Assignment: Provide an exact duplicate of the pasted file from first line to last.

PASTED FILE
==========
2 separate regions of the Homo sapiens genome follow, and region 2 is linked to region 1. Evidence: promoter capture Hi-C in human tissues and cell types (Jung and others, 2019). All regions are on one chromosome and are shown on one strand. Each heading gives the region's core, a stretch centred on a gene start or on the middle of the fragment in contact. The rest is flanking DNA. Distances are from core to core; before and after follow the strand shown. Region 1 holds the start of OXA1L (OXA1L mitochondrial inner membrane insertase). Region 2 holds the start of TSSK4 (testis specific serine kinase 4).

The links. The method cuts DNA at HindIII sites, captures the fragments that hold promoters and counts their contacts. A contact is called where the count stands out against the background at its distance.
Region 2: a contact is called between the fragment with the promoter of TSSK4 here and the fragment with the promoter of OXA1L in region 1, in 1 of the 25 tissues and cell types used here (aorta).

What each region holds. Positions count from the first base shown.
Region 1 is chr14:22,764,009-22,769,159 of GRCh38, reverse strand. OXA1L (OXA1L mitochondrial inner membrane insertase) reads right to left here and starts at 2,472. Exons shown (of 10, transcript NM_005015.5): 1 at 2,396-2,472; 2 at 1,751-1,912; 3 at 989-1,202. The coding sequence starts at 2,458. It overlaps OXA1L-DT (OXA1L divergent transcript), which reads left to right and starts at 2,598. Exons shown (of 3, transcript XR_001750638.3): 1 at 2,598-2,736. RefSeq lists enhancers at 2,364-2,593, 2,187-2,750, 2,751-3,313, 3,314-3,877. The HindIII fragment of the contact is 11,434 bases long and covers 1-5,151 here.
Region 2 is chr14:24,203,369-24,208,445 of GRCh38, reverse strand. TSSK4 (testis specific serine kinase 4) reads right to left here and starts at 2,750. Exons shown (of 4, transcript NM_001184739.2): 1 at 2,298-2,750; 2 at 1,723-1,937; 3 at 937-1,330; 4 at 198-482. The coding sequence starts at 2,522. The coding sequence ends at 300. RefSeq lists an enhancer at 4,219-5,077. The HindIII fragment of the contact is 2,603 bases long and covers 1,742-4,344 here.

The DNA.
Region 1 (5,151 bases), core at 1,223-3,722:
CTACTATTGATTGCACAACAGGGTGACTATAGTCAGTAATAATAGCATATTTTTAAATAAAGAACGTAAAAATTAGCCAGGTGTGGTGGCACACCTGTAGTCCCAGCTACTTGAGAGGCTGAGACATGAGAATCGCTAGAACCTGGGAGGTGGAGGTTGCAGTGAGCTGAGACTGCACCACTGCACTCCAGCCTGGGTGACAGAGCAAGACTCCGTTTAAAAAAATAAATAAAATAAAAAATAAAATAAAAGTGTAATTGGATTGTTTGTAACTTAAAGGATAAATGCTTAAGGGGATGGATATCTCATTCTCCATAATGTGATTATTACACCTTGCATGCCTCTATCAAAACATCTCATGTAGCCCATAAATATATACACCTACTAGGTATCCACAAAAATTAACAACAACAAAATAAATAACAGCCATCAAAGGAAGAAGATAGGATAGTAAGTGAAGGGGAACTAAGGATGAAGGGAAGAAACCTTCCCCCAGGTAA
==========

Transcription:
2 separate regions of the Homo sapiens genome follow, and region 2 is linked to region 1. Evidence: promoter capture Hi-C in human tissues and cell types (Jung and others, 2019). All regions are on one chromosome and are shown on one strand. Each heading gives the region's core, a stretch centred on a gene start or on the middle of the fragment in contact. The rest is flanking DNA. Distances are from core to core; before and after follow the strand shown. Region 1 holds the start of OXA1L (OXA1L mitochondrial inner membrane insertase). Region 2 holds the start of TSSK4 (testis specific serine kinase 4).

The links. The method cuts DNA at HindIII sites, captures the fragments that hold promoters and counts their contacts. A contact is called where the count stands out against the background at its distance.
Region 2: a contact is called between the fragment with the promoter of TSSK4 here and the fragment with the promoter of OXA1L in region 1, in 1 of the 25 tissues and cell types used here (aorta).

What each region holds. Positions count from the first base shown.
Region 1 is chr14:22,764,009-22,769,159 of GRCh38, reverse strand. OXA1L (OXA1L mitochondrial inner membrane insertase) reads right to left here and starts at 2,472. Exons shown (of 10, transcript NM_005015.5): 1 at 2,396-2,472; 2 at 1,751-1,912; 3 at 989-1,202. The coding sequence starts at 2,458. It overlaps OXA1L-DT (OXA1L divergent transcript), which reads left to right and starts at 2,598. Exons shown (of 3, transcript XR_001750638.3): 1 at 2,598-2,736. RefSeq lists enhancers at 2,364-2,593, 2,187-2,750, 2,751-3,313, 3,314-3,877. The HindIII fragment of the contact is 11,434 bases long and covers 1-5,151 here.
Region 2 is chr14:24,203,369-24,208,445 of GRCh38, reverse strand. TSSK4 (testis specific serine kinase 4) reads right to left here and starts at 2,750. Exons shown (of 4, transcript NM_001184739.2): 1 at 2,298-2,750; 2 at 1,723-1,937; 3 at 937-1,330; 4 at 198-482. The coding sequence starts at 2,522. The coding sequence ends at 300. RefSeq lists an enhancer at 4,219-5,077. The HindIII fragment of the contact is 2,603 bases long and covers 1,742-4,344 here.

The DNA.
Region 1 (5,151 bases), core at 1,223-3,722:
CTACTATTGATTGCACAACAGGGTGACTATAGTCAGTAATAATAGCATATTTTTAAATAAAGAACGTAAAAATTAGCCAGGTGTGGTGGCACACCTGTAGTCCCAGCTACTTGAGAGGCTGAGACATGAGAATCGCTAGAACCTGGGAGGTGGAGGTTGCAGTGAGCTGAGACTGCACCACTGCACTCCAGCCTGGGTGACAGAGCAAGACTCCGTTTAAAAAAATAAATAAAATAAAAAATAAAATAAAAGTGTAATTGGATTGTTTGTAACTTAAAGGATAAATGCTTAAGGGGATGGATATCTCATTCTCCATAATGTGATTATTACACCTTGCATGCCTCTATCAAAACATCTCATGTAGCCCATAAATATATACACCTACTAGGTATCCACAAAAATTAACAACAACAAAATAAATAACAGCCATCAAAGGAAGAAGATAGGATAGTAAGTGAAGGGGAACTAAGGATGAAGGGAAGAAACCTTCCCCCAGGTAA